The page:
Quick! Which famous, Romantic-era American poet wrote these words?
Where is that band who so vauntingly swore
That the havoc of war and the battle’s confusion,
A home and a country should leave us no more!
Their blood has washed out their foul footsteps’ pollution.
You’re already ahead of me here–yes, these words (and lots more problematic verbal embellishments) were the work of Francis Scott Key, author of our national anthem. Including this bit, speaking of foul: No refuge could save the hireling and slave from the terror of flight, or the gloom of the grave.
Of course, nobody ever sings those verses.
As a musician and school music teacher who has played and conducted the national anthem thousands upon thousands of times, I was fascinated by the gusher of praise for Lady Gaga’s creative (and, I thought, quite lovely) rendition of ‘The Star-Spangled Banner.’ Gaga changed the key (yes, there’s an official key–Ab) and the meter, crafting a unique arrangement and singing a notoriously difficult tune well.
Her critics mostly focused on her politics, rather than her performance. Some ‘classical’ musicians, who typically turn their noses up when amateur or pop musicians sing things at big public events, gave her a thumbs-up.
What we ought to be giving a thumbs-down is the national anthem itself. It’s a disgrace.
- The tune is an old British drinking song, To Anacreon in Heaven. Our second best-known national song, My Country, ‘tis of Thee, also swiped its melody: God Save the King (or Queen, as the case may be). We need our own music, written by a bona fide American.
- The vibe is warlike—not representing our core values. Seriously. Check out the actual words, above. Don’t we want something that, say, salutes democracy and patriotic concord?
- The words are meaningless to modern Americans. They were written at a time when the continued existence of any American states, united or not, was in question. There is reason to study that time, as our current lack of unity is pretty terrifying–but my guess is that perhaps one out of ten American citizens can tell you what the song is actually about, with a lyric sheet in front of them.
- The SSB is incredibly difficult to sing, with a range of an octave and a fifth (that’s 12 notes, from the bottom to the glaring pinnacle). It’s also in ¾ time, which makes marching difficult.
- The archaic lyrics are eminently forget-able. Here’s proof.
- The key of Ab is not easy for young or amateur musicians. Instrumental arrangers, trying to make something interesting out of a prosaic tune, often make the range and key problems worse by adding prone-to-crack trumpet or vocal flourishes, in an even higher key.
- It was officially named the national anthem in 1931 because Woodrow Wilson used it to raise and lower the colors during his administration, and we didn’t have an official anthem during WW I, like all the other countries. Evidently, Congress couldn’t agree on something better.
- It does not lend itself to group singing—as you may have noticed if you’ve attended a professional sporting event—and what’s a national anthem for, if not a little dab of honest patriotism that all can participate in?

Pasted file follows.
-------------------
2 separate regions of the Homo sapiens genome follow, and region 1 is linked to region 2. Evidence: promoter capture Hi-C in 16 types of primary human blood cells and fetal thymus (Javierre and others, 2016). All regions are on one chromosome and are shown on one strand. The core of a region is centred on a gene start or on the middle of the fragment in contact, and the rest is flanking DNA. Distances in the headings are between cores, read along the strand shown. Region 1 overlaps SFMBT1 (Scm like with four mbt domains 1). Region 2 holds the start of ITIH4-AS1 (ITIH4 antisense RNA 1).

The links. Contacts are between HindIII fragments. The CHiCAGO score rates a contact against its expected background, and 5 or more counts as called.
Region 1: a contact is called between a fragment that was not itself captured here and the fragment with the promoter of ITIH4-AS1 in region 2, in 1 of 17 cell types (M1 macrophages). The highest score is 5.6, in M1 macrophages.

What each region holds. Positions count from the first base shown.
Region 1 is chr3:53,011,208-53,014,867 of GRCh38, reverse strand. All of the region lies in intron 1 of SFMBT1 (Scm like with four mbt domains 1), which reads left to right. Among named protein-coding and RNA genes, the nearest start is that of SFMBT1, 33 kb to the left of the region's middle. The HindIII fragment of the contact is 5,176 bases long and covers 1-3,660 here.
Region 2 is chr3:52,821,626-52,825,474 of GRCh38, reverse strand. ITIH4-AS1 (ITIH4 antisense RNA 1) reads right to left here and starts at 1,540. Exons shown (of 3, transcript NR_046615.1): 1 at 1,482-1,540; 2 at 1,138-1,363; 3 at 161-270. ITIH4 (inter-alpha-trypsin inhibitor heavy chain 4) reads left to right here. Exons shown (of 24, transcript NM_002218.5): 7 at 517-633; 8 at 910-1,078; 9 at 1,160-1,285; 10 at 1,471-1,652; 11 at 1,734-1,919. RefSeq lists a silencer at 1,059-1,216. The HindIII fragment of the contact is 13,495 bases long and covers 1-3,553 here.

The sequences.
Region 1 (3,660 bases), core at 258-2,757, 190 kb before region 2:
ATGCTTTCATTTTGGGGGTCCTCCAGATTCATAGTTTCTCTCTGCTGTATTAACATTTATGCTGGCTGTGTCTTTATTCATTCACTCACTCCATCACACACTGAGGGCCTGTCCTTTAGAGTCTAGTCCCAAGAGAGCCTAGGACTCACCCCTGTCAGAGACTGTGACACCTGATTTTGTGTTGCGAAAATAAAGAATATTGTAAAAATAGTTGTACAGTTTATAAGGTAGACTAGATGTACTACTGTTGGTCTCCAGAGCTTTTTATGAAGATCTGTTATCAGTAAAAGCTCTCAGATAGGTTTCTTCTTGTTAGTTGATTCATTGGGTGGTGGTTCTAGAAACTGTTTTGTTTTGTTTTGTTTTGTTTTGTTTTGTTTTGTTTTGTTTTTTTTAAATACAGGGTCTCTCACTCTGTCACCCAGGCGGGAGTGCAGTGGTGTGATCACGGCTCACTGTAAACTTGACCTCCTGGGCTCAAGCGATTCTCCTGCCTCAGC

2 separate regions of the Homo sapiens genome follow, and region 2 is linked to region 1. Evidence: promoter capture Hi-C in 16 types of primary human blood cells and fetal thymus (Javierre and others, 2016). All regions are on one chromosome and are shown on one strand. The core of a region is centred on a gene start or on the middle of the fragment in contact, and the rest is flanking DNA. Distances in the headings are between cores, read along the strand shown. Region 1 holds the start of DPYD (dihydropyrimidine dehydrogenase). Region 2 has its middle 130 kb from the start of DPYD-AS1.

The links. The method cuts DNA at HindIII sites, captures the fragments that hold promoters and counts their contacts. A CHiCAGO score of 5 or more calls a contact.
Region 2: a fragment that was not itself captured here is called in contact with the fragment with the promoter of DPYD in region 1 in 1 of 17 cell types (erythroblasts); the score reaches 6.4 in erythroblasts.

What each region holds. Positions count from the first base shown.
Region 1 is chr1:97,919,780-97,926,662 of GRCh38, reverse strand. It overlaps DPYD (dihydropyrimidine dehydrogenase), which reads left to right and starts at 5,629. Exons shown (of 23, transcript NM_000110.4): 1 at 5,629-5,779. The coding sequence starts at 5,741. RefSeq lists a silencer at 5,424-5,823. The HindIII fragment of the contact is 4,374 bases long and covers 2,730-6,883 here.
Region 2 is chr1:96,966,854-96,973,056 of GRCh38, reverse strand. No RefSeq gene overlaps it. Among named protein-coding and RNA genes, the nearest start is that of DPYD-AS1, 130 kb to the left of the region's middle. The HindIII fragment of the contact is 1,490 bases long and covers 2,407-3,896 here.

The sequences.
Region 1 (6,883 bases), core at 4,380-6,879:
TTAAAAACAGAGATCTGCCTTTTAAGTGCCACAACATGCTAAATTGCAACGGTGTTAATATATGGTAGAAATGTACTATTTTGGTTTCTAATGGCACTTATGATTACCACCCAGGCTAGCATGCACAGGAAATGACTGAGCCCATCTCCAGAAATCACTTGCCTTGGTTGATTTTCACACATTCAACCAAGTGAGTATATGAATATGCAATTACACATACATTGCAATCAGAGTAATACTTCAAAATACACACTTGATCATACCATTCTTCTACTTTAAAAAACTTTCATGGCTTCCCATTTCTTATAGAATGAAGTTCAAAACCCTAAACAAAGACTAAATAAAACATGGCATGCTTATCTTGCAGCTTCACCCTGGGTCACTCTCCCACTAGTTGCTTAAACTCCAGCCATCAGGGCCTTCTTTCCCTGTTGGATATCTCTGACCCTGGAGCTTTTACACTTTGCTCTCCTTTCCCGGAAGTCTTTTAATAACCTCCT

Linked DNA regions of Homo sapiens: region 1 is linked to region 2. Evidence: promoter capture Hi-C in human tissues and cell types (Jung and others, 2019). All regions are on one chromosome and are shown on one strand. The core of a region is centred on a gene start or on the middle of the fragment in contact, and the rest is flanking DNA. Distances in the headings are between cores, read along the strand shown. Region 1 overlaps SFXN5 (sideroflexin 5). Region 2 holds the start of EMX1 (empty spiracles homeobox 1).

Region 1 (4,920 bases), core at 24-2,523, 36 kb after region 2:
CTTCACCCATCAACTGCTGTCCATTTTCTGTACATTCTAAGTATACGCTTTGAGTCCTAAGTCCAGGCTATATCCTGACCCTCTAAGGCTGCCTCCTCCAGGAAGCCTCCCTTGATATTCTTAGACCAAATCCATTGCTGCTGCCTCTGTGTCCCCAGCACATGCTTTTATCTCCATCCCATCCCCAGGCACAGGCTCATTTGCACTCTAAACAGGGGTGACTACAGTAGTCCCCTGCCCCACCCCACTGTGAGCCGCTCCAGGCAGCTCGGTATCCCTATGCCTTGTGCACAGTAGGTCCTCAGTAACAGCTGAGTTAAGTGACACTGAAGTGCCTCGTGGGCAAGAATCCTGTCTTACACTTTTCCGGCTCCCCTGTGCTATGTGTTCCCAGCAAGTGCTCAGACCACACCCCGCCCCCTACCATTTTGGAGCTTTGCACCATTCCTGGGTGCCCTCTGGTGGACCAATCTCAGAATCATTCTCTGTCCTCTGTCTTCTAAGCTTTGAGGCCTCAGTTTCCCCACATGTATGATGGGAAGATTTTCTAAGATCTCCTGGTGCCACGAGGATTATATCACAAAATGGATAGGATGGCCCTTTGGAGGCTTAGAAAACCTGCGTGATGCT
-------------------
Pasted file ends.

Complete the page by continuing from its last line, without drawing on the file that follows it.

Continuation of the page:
And yes, I’m thinking supportively of Colin Kaepernick et al, too. We need an anthem that embraces our multiculturalism, our principles of representative government, our gorgeous natural beauty—and (thanks, Joe) our national unity. If we ever get it.
I taught and performed the national anthem every year I was in the classroom. At first, I just taught the notes and rhythms, but stressed the importance of playing it well. My personal preference is a straightforward instrumental version, played at a rapid clip. The longer the song drags out, the more restless the crowd. The meaning shifts from a desire to appreciate our common values to a distraction from whatever it is the audience came for.
Later, I turned learning the national anthem into a humanities lesson, studying the drawbacks to our current anthem and exploring other options to the land of the free and the home of the brave. There are lots of picture books that present Francis Scott Key as noble patriotic hero, quill in hand as the battle rages in Baltimore Harbor, but his backstory as a slave holder from a wealthy American family added complexity and honesty to a classroom discussion with the mostly white students I was teaching.
I polled my students—what could replace the Star-Spangled Banner? It’s a great lesson for music teachers, K-12, vocal and instrumental—but also those who teach literature and civics. You can analyze the musical elements as well as the lyrics and cultural genesis of any number of potential anthems.
I added Lift Every Voice and Sing to the list, because it’s an honest picture of how much of our citizenry lives with generations of abuse and neglect—and still sings about faith, rejoicing and the harmonies of liberty. I was very clear with my students, after introducing the song, that it was the Black national anthem, not available for white people to steal, as they had already stolen too many cultural artifacts and ideas. That one idea could, by the way, could support an entire month of lessons.
Teaching at a middle school, my students would cluster-vote for This Land is Your Land, which is undeniably super-easy to sing and play. The protest verses made it attractive to them in the 1970s and 80s. Later, someone would always propose God Bless the U.S.A. as the national anthem—and many times, it was students’ consensus choice. Mostly, I think, because they’d heard it before, and could sing along.
Which proves my point: a national song ought to be widely known and easily sung.
Personally—and this is hardly an inspired choice—I would prefer America the Beautiful. Not for the purple mountains’ majesties or alabaster cities, but for this classic line, more relevant than ever:
America! America! God mend thine every flaw.
Confirm thy soul in self-control, Thy liberty in law.